"I was released by Carolina right before the final cut. At the time, it stung, but it was kind of a blessing. My family had a trucking company (in Arkansas) and I took over what my mom was doing. I also helped around the house and helped Dad because it was really rough on him. Mom started getting better, but she needs a bone marrow transplant to get cured.

"Right now, we're in a bit of a crossroads. Baylor Medical Center in Dallas, Texas, says the she should have the bone marrow transplant before she falls out of remission. Mom is in remission right now. The University of Arkansas Medical Center in Little Rock, Ark., says we're supposed to wait for the transplant until after she falls out of remission."

"The most frustrating thing ever is to have the doctors tell you different things," Leigh Ann said. "You're getting information from doctors and nurses and former cancer patients and you don't know who to listen to. That's the most frustrating thing. Why can't everyone get on the same page?"

"If we go to the hospital in Dallas, we have to have $200,000 in place," Kenny said. "Our insurance will pay half of it, but we have to have $100,000 up front before the transplant. The one in Little Rock says we just have to come up with the $100,000 later.

"My mom was in the hospital in Fort Smith, Ark., for 73 days. During that time she had two chemotherapy treatments. Two in 73 days.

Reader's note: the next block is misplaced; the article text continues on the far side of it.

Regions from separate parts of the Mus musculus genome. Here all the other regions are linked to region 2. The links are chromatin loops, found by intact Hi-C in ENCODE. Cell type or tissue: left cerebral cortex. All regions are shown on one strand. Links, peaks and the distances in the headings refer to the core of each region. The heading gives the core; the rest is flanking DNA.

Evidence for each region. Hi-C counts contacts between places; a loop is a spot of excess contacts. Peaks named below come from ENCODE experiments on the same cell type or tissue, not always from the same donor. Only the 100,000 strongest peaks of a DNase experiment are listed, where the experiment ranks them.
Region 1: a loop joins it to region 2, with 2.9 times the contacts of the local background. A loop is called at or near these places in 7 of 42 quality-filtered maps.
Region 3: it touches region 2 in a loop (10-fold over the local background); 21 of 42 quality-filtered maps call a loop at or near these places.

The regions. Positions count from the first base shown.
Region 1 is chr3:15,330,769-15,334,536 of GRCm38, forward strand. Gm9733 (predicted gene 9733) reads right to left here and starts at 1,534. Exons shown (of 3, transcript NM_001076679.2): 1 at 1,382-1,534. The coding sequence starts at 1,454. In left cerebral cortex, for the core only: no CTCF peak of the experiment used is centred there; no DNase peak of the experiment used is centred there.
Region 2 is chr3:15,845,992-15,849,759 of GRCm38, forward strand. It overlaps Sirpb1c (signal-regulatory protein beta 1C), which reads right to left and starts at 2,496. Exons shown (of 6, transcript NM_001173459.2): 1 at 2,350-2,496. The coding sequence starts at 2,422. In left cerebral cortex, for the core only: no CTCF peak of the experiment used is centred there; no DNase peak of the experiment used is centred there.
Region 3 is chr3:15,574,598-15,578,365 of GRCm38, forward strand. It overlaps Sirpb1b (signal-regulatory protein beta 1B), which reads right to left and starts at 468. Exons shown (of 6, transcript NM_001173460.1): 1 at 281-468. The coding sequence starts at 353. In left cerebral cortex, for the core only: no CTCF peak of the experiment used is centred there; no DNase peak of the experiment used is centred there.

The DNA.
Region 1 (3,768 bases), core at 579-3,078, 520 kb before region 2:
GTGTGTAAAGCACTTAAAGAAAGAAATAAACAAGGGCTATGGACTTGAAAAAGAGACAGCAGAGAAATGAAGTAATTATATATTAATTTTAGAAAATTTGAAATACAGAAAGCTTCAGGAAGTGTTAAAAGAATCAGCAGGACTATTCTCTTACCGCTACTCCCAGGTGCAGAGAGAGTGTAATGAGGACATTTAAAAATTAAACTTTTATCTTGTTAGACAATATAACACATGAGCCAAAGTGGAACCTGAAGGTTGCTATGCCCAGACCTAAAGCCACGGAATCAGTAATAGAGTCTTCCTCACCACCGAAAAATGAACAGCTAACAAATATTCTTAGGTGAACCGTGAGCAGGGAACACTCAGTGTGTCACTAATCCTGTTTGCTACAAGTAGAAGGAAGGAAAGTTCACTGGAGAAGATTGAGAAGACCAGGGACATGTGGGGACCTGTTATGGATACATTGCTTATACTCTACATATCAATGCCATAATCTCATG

"I was home for about seven or eight weeks when my agent called and said the Vikings wanted me to go up there for a tryout. That was exciting and nerve-wracking and scary at the same time, with my mom and all.

"I took a physical with them, then they sent me to a hotel, and told me they would be signing me the next morning. That morning, they told me one of their running backs (Doug Chapman) was hurt, so they sent me home and told me they'd call in two weeks. At the time, I thought it was a way of sending me back home without telling me they didn't want me. But two weeks later, they called and had me come back to Minnesota and they signed me to the practice squad (on Nov. 6).

"I'm on the practice squad, so I'm not making the money that all the other guys are. Yet, it's still a fantasy world for me on the practice squad. It puts it all into perspective, though, seeing what my mom is going through and how hard it is to actually come up with that money.

"My parents really did a good job of teaching me very early the value of a dollar. But I do see how easy it is to get caught up in the fantasy world of football. Coach (Mike) Tice does a good job of reminding us how lucky we are to play football and get paid for it. It really blows my mind every day in practice.

"When the Vikings called, me and my wife were doing some fund-raisers for my mom to help her get the money for the transplant. We were going to Razorbacks games and collecting money. I talked to the news media back home.